Australia’s aged care homes urged to speed up fourth-dose Covid boosters as outbreaks and deaths rise

by Christopher Knaus
Federal ministers Mark Butler and Anika Wells warn providers with low vaccination rates will have to explain themselves

Ministers Mark Butler and Anika Wells have told aged care providers to act “with a sense of urgency” and speed up their fourth-dose Covid vaccinations as the sector continues to grapple with almost 700 outbreaks and a growing death toll.

The aged care ministers have also warned providers with low vaccination rates they would be required to explain themselves and show how they would turn around sluggish booster rates.

The latest health department data shows 694 active outbreaks in aged care facilities, with 3,603 residents and 1,913 staff testing positive.

In the first half of 2022, more aged care residents have died than the first two years of the pandemic combined.

Providers have reported 1,643 reported deaths so far in 2022, compared to 686 in 2020 and 231 in 2021.

The health department has continued to run vaccination clinics at aged care facilities – both to administer fourth-dose Covid boosters and influenza vaccines – as well as distributing the anti-viral Lagevrio, delivering about 48,134 treatment courses since February.

Butler, the new health and aged care minister, and Wells, the aged care minister, penned a joint letter to providers on Thursday, urging them to seek additional and faster ways to have their residents vaccinated, both with fourth-dose Covid boosters and influenza.

“We write to you with a sense of urgency to ensure the protection of your residents and workers from the risk of severe illness, hospitalisation or death from Covid-19 in the coming months,” they wrote. “As a residential aged care provider, you are required under the Aged Care Quality Standards to ensure effective infection prevention and control to safeguard those in your care.”

Providers were told to book in vaccination clinics at the earliest opportunity. But they were also warned they “must not wait” for those clinics, and instead seek vaccinations through primary care for any resident that is eligible.

“It is critical that you act now to ensure the delivery of Covid-19 and influenza vaccinations without delay, and where possible to co-administer both vaccines at the same time,” the ministers wrote. “You must not wait. You must schedule your Covid-19 and influenza vaccination clinics at the earliest opportunity.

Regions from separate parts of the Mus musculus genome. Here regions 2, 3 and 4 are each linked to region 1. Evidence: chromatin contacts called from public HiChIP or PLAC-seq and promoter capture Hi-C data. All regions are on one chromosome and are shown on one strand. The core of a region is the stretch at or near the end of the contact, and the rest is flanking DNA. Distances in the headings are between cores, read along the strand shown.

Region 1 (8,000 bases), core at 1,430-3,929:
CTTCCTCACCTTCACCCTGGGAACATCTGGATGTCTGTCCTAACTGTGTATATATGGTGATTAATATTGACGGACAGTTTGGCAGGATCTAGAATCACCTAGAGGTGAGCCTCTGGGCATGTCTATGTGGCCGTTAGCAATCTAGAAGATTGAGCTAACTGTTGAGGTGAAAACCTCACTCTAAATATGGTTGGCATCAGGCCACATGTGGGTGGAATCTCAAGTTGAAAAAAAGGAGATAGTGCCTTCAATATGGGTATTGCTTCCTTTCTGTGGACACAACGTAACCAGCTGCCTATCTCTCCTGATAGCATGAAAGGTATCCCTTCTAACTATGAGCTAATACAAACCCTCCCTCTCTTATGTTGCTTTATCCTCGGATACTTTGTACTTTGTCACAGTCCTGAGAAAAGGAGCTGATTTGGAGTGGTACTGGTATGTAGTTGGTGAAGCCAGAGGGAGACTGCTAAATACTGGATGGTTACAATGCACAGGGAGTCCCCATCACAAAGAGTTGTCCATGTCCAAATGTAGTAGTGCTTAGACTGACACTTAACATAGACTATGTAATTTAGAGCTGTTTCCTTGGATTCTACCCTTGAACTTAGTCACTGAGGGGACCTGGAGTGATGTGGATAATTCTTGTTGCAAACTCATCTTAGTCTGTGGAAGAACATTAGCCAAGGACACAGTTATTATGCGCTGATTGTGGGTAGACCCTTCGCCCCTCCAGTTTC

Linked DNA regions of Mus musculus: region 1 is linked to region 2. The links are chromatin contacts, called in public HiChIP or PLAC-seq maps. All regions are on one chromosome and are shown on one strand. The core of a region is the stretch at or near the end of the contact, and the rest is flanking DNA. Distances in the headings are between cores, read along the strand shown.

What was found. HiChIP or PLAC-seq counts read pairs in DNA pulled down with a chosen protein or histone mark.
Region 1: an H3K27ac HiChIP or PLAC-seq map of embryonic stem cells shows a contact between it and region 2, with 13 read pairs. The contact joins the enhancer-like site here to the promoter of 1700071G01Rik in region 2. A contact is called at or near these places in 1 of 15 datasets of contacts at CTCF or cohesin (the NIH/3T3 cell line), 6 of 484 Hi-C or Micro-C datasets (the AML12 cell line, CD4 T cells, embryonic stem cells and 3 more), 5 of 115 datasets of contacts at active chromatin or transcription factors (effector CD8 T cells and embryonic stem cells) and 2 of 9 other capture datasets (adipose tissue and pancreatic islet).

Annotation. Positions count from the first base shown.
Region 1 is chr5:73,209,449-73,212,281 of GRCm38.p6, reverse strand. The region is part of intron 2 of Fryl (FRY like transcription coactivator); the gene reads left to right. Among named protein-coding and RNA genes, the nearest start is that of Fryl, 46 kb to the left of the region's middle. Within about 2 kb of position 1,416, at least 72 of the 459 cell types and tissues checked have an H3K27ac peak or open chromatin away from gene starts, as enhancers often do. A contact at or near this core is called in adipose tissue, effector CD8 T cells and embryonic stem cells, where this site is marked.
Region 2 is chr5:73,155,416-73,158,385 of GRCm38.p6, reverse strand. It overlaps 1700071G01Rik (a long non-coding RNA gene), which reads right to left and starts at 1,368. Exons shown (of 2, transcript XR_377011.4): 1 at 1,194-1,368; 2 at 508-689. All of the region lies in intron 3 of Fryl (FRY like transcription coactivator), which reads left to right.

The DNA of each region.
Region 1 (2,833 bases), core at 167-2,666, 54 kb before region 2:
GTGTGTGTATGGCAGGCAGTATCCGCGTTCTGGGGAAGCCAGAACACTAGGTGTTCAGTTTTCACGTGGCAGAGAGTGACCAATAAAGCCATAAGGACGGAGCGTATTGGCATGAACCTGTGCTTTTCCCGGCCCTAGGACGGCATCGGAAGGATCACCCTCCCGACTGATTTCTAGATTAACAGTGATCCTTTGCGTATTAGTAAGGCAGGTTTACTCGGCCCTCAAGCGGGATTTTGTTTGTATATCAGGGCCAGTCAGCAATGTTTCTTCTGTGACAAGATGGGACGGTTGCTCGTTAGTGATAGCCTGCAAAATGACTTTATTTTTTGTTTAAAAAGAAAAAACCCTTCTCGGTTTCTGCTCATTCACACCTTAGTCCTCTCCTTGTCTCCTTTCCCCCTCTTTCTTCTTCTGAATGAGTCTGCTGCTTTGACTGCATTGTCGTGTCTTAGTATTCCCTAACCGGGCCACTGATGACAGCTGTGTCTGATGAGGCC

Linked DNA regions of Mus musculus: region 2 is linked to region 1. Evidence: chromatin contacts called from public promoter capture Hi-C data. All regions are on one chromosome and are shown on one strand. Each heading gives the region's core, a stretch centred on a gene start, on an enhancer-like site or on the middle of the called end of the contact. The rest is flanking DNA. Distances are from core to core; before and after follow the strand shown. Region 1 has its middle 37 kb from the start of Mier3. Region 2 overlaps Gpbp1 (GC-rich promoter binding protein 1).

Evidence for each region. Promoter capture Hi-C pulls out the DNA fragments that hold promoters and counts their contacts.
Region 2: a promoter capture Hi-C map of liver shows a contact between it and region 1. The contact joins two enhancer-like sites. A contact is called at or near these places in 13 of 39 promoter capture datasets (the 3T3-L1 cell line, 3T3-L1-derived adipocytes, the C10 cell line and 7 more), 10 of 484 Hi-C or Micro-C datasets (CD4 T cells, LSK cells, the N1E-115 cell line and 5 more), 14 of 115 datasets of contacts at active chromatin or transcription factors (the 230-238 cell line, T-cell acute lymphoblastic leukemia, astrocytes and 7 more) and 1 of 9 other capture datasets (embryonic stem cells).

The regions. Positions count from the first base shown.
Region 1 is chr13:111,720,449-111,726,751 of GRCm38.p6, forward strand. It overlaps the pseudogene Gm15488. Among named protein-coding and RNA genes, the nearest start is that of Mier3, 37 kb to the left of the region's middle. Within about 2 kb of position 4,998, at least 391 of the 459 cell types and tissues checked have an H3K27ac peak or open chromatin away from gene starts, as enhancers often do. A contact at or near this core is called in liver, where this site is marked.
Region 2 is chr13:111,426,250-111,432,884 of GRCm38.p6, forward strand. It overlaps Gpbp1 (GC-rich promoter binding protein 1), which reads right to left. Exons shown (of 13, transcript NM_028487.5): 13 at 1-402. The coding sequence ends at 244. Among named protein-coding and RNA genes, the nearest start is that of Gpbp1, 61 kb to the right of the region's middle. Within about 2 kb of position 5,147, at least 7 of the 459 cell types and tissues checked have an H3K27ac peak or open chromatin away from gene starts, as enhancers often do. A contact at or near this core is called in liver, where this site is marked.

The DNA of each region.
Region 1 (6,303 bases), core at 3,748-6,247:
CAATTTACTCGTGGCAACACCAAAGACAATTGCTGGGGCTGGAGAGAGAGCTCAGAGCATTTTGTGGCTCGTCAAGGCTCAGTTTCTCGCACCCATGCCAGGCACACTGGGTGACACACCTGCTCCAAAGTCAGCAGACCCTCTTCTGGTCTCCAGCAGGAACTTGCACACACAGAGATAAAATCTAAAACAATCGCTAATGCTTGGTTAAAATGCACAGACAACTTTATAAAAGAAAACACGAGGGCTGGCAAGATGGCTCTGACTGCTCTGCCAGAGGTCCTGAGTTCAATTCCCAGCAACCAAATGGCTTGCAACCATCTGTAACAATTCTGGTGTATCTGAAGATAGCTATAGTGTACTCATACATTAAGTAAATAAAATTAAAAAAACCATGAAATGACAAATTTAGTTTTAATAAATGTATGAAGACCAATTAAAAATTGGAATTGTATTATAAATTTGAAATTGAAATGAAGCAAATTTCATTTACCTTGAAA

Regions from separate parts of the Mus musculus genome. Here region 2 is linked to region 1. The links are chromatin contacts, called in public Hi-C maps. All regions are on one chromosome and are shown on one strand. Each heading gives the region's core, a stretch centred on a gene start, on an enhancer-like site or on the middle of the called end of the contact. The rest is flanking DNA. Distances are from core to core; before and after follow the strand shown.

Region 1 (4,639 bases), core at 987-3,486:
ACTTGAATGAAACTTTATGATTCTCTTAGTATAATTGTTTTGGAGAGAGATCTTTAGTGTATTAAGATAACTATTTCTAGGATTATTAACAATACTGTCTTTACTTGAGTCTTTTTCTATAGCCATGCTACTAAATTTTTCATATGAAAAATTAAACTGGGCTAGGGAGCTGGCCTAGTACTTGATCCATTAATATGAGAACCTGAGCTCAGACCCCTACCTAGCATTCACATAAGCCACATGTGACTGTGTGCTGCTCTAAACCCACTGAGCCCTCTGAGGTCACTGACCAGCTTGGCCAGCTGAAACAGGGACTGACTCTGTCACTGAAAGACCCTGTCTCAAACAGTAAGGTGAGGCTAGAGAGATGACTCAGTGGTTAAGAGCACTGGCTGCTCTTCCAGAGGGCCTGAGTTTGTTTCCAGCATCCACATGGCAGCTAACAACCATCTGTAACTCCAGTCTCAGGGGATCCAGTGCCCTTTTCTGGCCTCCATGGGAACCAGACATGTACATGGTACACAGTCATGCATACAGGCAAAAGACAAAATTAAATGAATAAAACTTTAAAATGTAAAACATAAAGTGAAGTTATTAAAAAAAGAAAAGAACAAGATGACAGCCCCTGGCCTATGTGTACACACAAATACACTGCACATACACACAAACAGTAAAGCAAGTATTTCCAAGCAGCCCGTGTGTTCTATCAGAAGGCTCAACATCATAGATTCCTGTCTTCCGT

“If you have residents who are eligible to receive their Covid-19 winter dose or influenza vaccination before a scheduled clinic, you are strongly encouraged to facilitate vaccination through a primary care provider.”

Poor-performing providers were also put on notice. Any aged care provider with low vaccination rates would be asked to explain itself to the health department, the letter warned.

“The Department of Health, as a matter of urgency, is contacting facilities yet to report on resident winter dose vaccinations, or where reported vaccination rates are low, to seek an explanation and put in place measures to facilitate vaccination as a priority,” the ministers wrote. “The Covid-19 pandemic is not over and this winter presents ongoing challenges to safeguard the residents and workers in your care.”

About 1.65 million of the 3.1 million eligible Australians have received a fourth-dose booster since it was recommended for those aged 65 or above and residents in aged or disability care in March.

The health department does not publish a specific figure for fourth doses administered in aged care. But the data does show that the overwhelming majority (94%) have had at least three doses.

The aged care industry peak body, Aged & Community Care Providers Association (ACCPA), said it believed the Covid booster and influenza vaccination programs were in progress and working well overall. The association also said aged care homes were already working with GPs and pharmacists to ensure residents had ongoing access to booster shots and said it was “not receiving feedback of major concerns about this”.

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“The Department of Health has urged providers not to delay vaccinating unaffected staff and residents during outbreaks, so that we ensure the best level of protection we can,” the organisation’s interim chief executive, Paul Sadler, told the Guardian.

“Work is also under way to ensure facilities have enough personal protective equipment ahead of prospective Covid and influenza waves.”

Sadler said it was “vital” that the government urgently moved to address workforce shortfalls to avoid staff shortages and care interruptions, in the event of Covid and influenza outbreaks.

“ACCPA is concerned that our surge workforce capacity is very limited,” he said. “All Australians should remain vigilant and take responsibility to reduce the risk of contracting influenza. If people are feeling unwell or suspect they may have been in high-risk settings for Covid or influenza, they should not visit friends or loved ones in aged care homes.”